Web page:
Subjects of Atopic Dermatitis (AD), Systemic Scleroderma (SSc), and asthma

Serum samples were obtained from AD, SSc, and asthma patients as described previously [2426]. SSc patients were confirmed to be free from ILD.

Statistical analysis

Data were expressed as the mean ± standard deviation (SD). Correlations between the two parameters were evaluated using Spearman’s rank correlation coefficient. Multi-coupled comparisons were analyzed with Bonferroni correction after a Mann-Whitney U test. The cut-off levels for various parameters were defined as the optimal value for distinguishing between two groups, using a receiver operating characteristic (ROC) curve generated by logistic regression [23]. Linear regressions between variables were calculated by the least-squares method. Differences between linear regression lines were tested using analysis of covariance. All statistical analyses were performed using SPSS software (IBM SPSS Statistics, Chicago, IL) except for the ratios of monomeric periostin, for which Prism software (GraphPad Software, La Jolla, CA) was used.

Results

Characterization of the new periostin ELISA kit

We generated a new periostin ELISA kit composed of SS20A and SS19D among the monoclonal anti-periostin antibodies that we established. Serum periostin mostly existed in the oligomeric form, with only small amounts in the monomeric form (Fig 1A). The oligomeric form in the non-reducing condition was dissociated into the monomeric form in the reducing condition, suggesting that the oligomeric form of periostin is assembled by intramolecular disulfide bonds. We found that the newly generated monoclonal anti-periostin antibodies, SS20A and SS19D, which comprised the new periostin kit, recognized the monomeric form, but not or only faintly the oligomeric form (Fig 1B). In contrast, SS18A and SS17B, comprising the conventional periostin ELISA kit, recognized both the monomeric and oligomeric forms. Consequently, serial immunoprecipitation by SS20A, followed by SS19D mimicking the new periostin kit, precipitated only the monomeric form. But serial immunoprecipitation by SS18A, followed by SS17B mimicking the conventional periostin kit, precipitated both the monomeric and oligomeric forms (Fig 1C). The standard curves of the conventional periostin ELISA kit and the new periostin kit for the purified periostin protein (oligomer and monomer) and the purified monomeric periostin protein are shown in S2 Fig. LOB, LOD, and LOQ were estimated to be 2.7 pg/mL, 3.7 pg/mL, and 6.0 pg/mL, respectively. These results demonstrate that the new periostin kit specifically recognizes the monomeric periostin, whereas the conventional periostin kit recognizes both the monomeric and oligomeric periostin.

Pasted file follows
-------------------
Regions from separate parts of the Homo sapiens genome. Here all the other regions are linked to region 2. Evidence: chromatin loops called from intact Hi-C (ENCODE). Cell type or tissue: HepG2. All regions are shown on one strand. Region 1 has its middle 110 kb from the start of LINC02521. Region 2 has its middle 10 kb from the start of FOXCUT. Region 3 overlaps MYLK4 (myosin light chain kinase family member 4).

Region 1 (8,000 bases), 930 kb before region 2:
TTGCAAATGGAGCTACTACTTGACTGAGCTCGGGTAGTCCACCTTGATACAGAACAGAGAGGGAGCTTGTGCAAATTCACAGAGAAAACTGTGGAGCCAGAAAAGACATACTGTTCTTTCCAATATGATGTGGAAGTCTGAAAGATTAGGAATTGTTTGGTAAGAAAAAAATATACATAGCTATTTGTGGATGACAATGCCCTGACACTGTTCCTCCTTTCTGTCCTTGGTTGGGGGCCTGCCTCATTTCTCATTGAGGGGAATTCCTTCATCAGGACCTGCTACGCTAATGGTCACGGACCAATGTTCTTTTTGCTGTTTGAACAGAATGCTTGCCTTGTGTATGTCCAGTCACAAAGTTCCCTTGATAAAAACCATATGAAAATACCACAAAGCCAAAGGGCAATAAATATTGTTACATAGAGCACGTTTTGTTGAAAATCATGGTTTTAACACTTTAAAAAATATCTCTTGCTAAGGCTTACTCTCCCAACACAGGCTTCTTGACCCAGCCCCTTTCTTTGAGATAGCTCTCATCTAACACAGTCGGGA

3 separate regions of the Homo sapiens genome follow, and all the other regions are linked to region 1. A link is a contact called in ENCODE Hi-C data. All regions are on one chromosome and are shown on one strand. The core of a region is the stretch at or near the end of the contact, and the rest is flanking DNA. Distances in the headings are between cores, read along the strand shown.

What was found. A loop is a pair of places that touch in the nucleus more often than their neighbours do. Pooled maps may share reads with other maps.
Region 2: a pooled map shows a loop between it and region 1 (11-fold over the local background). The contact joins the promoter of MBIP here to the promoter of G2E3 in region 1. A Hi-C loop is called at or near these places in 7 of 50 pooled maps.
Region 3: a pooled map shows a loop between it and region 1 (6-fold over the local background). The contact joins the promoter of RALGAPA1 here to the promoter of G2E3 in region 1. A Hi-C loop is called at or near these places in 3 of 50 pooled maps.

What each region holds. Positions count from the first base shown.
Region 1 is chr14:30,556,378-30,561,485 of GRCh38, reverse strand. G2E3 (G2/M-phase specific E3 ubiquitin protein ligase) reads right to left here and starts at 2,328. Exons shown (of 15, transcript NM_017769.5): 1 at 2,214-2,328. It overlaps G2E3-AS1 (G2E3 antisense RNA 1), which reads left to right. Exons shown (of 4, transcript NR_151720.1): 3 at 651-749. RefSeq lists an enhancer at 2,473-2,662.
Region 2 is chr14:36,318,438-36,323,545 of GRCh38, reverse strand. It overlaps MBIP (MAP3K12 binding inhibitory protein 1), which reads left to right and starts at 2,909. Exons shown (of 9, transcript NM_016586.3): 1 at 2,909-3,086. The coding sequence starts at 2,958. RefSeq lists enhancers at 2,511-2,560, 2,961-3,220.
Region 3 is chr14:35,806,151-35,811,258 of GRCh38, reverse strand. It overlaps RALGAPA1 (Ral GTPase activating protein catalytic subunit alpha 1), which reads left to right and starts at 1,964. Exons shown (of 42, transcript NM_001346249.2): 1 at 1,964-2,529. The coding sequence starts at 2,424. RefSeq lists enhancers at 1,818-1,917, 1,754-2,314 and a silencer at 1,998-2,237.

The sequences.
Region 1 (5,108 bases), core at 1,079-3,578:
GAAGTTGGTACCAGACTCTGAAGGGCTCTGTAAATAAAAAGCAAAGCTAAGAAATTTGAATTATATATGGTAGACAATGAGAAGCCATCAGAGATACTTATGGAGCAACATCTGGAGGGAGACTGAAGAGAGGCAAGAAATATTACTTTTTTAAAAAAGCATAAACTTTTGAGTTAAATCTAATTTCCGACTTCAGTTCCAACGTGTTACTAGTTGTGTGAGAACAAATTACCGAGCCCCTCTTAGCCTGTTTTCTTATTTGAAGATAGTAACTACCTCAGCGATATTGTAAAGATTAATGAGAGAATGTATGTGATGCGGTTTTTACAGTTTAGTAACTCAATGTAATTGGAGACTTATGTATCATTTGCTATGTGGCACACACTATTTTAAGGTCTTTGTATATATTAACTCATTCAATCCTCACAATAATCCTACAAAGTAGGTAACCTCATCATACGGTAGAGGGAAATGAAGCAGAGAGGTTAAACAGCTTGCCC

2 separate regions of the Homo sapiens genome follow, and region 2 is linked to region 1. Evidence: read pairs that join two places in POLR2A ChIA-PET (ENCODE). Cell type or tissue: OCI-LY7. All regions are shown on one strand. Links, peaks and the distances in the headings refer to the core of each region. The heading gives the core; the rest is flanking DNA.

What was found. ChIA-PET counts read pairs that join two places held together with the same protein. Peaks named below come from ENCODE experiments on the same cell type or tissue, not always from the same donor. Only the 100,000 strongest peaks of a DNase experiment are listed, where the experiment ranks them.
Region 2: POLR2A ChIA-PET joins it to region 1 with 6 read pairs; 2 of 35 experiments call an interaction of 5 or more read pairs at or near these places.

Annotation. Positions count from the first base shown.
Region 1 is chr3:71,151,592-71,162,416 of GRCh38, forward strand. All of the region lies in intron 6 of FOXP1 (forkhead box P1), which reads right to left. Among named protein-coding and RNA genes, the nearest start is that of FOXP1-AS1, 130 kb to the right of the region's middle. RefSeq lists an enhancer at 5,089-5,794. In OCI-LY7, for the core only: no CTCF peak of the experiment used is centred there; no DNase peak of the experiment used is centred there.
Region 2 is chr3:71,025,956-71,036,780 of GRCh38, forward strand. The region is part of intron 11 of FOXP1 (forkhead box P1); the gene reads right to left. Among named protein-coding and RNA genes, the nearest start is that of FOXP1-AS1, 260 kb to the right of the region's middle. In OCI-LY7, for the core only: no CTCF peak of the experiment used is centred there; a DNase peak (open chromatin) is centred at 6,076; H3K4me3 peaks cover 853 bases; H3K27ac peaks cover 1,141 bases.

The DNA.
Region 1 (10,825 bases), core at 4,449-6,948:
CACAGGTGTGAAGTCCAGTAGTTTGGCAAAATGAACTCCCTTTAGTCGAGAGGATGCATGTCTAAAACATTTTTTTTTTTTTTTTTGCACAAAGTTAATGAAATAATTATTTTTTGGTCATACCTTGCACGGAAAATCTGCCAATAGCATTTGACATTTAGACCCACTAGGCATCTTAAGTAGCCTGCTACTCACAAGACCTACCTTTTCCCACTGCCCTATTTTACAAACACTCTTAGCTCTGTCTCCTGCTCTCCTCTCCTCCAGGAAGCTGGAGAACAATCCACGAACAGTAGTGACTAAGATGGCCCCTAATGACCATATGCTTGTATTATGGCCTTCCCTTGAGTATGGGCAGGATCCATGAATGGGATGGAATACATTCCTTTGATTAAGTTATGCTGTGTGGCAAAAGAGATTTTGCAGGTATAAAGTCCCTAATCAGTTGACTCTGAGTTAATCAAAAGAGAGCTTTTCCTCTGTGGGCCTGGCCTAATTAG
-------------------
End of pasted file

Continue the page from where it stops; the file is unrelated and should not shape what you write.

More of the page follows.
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Fig 1. Characterization of the new periostin ELISA kit.

(A) Periostin in serum was immunoprecipitated by SS18A or SS19C and detected by SS19C in non-reduced (left panel) or reduced (right panel) conditions. (B) Periostin in serum was immunoprecipitated by SS18A, SS17B, SS20A, or SS19D, respectively, and detected by SS19C in non-reduced conditions. (C) Serial immunoprecipitation of periostin by SS20A followed by SS19D (left lane) or by SS18A followed by SS17B (right lane), respectively, in non-reducing conditions.

https://doi.org/10.1371/journal.pone.0174547.g001

Selection of patients with IPF or fNSIP

IPF and fNSIP patients who applied to participate in this study were selected as shown in Fig 2. In the CoDD-PF study, 107 patients were registered in each collaborating hospital as IIP patients, and 45 cases were selected as eligible IIP patients, comprising 40 IPF patients and five fNSIP patients, respectively. We excluded the remaining 61 cases as non-IPF patients, including one patient who developed microscopic polyangiitis during the study period. Among 40 IPF cases, five were diagnosed with UIP based on pathological examinations. Thirty-five were concordant with the clinical criteria based on the MDD by each of two experienced respiratory physicians, two thoracic radiologists, or two pathologists. All five cases of fNSIP were diagnosed by pathological examinations.